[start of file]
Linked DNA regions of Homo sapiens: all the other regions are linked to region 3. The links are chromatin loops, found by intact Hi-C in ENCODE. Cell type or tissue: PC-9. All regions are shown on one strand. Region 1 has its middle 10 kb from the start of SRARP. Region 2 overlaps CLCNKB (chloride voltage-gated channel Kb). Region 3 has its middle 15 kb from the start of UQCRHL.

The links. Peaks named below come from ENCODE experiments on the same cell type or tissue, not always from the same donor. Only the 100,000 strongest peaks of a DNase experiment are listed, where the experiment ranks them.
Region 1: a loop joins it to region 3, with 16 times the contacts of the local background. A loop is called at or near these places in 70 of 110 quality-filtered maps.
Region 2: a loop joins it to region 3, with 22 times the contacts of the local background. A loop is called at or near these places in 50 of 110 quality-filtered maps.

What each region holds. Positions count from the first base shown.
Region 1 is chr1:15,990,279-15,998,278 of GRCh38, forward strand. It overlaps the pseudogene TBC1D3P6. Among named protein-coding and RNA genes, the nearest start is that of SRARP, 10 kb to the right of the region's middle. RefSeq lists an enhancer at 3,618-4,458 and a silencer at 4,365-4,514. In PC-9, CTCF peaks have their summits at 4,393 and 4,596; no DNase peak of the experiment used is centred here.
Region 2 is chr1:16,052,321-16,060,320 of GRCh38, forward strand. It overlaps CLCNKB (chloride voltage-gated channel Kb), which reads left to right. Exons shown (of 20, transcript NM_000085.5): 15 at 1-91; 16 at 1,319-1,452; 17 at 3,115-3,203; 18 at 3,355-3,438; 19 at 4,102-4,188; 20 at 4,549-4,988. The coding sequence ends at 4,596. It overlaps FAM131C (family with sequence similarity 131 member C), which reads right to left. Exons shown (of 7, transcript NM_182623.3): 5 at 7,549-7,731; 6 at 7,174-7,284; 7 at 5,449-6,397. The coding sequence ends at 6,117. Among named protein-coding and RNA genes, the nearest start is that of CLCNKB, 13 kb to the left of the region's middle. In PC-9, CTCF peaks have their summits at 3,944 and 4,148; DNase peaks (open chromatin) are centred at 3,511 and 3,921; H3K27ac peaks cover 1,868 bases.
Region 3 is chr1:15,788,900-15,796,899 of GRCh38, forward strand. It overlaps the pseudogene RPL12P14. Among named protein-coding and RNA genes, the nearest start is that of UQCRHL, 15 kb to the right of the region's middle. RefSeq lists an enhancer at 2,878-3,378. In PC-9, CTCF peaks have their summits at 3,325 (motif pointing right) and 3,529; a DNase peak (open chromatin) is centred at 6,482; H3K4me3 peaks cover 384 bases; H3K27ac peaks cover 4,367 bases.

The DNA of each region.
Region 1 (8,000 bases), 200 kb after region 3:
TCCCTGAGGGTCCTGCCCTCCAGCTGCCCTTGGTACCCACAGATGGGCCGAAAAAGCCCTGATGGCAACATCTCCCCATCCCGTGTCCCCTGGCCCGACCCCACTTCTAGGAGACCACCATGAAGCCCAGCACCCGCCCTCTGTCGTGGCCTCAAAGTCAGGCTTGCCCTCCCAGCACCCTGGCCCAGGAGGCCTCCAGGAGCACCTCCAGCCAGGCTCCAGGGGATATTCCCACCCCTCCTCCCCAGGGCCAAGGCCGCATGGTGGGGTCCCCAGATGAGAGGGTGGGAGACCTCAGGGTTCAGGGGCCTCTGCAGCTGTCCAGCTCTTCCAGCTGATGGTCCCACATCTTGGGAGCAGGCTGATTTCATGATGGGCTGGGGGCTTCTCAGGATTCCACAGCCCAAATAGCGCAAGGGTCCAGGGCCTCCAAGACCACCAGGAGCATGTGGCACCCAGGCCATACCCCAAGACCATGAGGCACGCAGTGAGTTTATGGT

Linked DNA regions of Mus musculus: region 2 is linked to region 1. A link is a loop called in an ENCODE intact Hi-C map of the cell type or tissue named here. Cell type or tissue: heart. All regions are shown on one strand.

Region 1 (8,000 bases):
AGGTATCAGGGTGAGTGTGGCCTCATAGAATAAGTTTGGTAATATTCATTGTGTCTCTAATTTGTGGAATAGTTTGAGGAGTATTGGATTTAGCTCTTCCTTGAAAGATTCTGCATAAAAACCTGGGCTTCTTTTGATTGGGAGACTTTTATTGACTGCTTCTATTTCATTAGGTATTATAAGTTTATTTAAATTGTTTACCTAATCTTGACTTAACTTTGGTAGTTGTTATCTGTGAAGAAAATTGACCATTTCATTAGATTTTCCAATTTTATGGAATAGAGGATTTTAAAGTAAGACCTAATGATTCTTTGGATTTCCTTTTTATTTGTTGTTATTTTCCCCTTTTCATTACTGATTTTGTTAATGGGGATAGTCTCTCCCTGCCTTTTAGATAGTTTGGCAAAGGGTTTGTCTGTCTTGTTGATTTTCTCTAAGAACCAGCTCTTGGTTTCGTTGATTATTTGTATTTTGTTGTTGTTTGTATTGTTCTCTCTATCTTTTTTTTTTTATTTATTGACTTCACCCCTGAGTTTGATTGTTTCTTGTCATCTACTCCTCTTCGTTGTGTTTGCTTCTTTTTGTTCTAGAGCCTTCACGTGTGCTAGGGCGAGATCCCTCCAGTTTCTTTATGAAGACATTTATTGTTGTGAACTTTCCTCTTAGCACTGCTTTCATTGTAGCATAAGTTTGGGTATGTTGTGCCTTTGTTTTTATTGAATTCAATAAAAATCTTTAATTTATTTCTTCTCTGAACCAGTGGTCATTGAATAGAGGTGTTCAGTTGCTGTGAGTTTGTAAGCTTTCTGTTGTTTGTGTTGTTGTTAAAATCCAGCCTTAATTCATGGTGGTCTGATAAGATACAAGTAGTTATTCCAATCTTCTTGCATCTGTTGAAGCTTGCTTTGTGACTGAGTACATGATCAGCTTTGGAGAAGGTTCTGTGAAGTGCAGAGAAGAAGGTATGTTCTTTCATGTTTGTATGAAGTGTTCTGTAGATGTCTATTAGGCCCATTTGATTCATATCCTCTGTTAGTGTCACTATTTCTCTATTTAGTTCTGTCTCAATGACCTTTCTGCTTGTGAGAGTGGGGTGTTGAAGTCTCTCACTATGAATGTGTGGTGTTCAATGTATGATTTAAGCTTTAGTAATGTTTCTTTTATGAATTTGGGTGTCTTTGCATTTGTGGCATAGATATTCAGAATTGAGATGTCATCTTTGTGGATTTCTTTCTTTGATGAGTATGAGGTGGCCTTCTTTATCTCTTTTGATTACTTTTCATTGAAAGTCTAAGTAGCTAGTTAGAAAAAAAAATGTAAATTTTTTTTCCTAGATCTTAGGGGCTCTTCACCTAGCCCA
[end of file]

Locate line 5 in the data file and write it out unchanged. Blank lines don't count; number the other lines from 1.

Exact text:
What each region holds. Positions count from the first base shown.